corals: some common shapes & textures
updated Nov 11
species is tricky and requires experience and expertise. Many different
aspects of the coral are considered in working towards an identity.
These include the overall colony shape, the shape and arrangement
of the corallite, the structure of the corallite (scroll to bottom
of this page for more), especially the small structures (which often
require microscopic examination of a dead specimen - it's hard to
see these structures in a live coral as the tissue covers them), in
some the shape of the polyp too. The geographical location and depth
at which the coral was found also helps.
It is very difficult to accurately identify corals to species from
just a photograph.
Can we tell the species of corals from their
overall shapes? The overall shape of a colony can be affected
by the stresses it faces, e.g., waves, damage, disease. Thus, the
same species of hard coral may take on different shapes depending
on where the colony grows, e.g., shallow water, deeper water, exposed
to waves or sheltered waters. There are also geographical variations.
Also, a single colony of hard coral may have a combination of shapes.
Some, for example, may form an encrusting layer with some portions
of the colony rising up in columns or branches.
Some common shapes of hard coral colonies include the following described
Corals can take on a wide variety of shape.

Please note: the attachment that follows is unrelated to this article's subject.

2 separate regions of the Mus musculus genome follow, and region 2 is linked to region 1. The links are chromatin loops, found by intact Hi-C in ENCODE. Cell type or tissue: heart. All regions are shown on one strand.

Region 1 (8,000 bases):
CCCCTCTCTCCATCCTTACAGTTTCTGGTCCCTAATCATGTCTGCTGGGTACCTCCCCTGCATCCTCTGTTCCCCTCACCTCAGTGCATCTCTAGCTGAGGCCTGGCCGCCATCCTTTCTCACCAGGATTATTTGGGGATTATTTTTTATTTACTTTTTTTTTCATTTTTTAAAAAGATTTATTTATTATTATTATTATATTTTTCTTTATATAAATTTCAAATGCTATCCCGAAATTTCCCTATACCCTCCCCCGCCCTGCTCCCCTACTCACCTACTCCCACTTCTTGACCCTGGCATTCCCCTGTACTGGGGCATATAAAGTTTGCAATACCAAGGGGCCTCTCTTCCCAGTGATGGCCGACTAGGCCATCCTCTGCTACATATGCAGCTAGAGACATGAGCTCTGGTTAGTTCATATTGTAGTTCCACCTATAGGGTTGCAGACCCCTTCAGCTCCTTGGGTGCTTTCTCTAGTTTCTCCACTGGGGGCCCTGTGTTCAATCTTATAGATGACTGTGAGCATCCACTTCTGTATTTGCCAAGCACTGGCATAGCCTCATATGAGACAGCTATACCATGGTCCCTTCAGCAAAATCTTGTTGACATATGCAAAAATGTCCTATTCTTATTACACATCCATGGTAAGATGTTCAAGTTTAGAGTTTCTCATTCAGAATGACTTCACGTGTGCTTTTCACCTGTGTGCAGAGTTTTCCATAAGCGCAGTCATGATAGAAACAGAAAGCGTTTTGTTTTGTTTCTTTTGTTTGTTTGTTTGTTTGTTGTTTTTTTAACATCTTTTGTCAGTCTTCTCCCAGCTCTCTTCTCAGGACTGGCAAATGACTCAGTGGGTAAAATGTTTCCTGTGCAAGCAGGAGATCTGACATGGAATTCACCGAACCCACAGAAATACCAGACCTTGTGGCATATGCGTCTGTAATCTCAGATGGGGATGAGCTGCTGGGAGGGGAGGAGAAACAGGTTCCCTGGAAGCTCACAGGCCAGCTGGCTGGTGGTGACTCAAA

Raffles Lighthouse, Jul 06
or crustose: a layer stuck to a hard surface, often growing
to follow the contours of the surface. Many corals have an encrusting
base from which other growth forms emerge, e.g., columns or branches.
(Columnar): forming thick unbranched columns usually from a
common solid base (i.e., thicker than branching corals, usually
with blunt tips as opposed to sharper tips of branching forms).
Such shapes are usually found in mid-depth water sheltered from
extreme water flow.
(Laminar): forming a thin horizontal plate, sometimes in tiers
or terraces of plates. Some may be folded into ruffles or have columns
or knobs arising from the plates.
plate-like colonies can form a vase-like or cone shape. Such shapes
are usually found in sheltered, mid-water depths.
(Folicaeous): forming thin plates that are often folded into
shapes that resemble leaves or petals of a rose, or a head of lettuce.
Such shapes are usually found in areas with turbulent water flow.
The surface patterns
on hard corals are a result of the shape of the corallites and the way the
common surface patterns on hard coral colonies include:
each corallite is distinct and has its own walls. Each corallite
is long and tubular resulting in corallites that look like trumpets.
These long corallites may be arranged to result in a spherical-looking
colony, especially when the polyp tentacles are extended and obscure
Other surface patterns
on hard corals may result from patterns on the skeleton between the corallites
(coenosteum). Other identification details include the shape of polyps and
tissues covering the skeleton.
*Species are difficult
to positively identify without close examination.
On this website, they are grouped by external features for convenience of
of a corallite
Reproduced from Corals
of the World Australian Institute of Marine Science,
Veron, JEN and Stafford-Smith, MG (2011)
The skeleton of an individual polyp, called the corallite, is a
tube that contains vertical plates radiating from the centre. The
tube itself is the corallite wall and the plates are the septo-costae.
The tubes are joined together by horizontal plates and other structures,
collectively called the coenosteum. Some polyps have an additional
thin film of skeleton around the wall called the epitheca. The wall
is formed by five skeletal elements which vary in proportion in
different coral families and/or genera. These elements are (a) septo-costae
(which become thickened within the wall), (b) coenosteum (which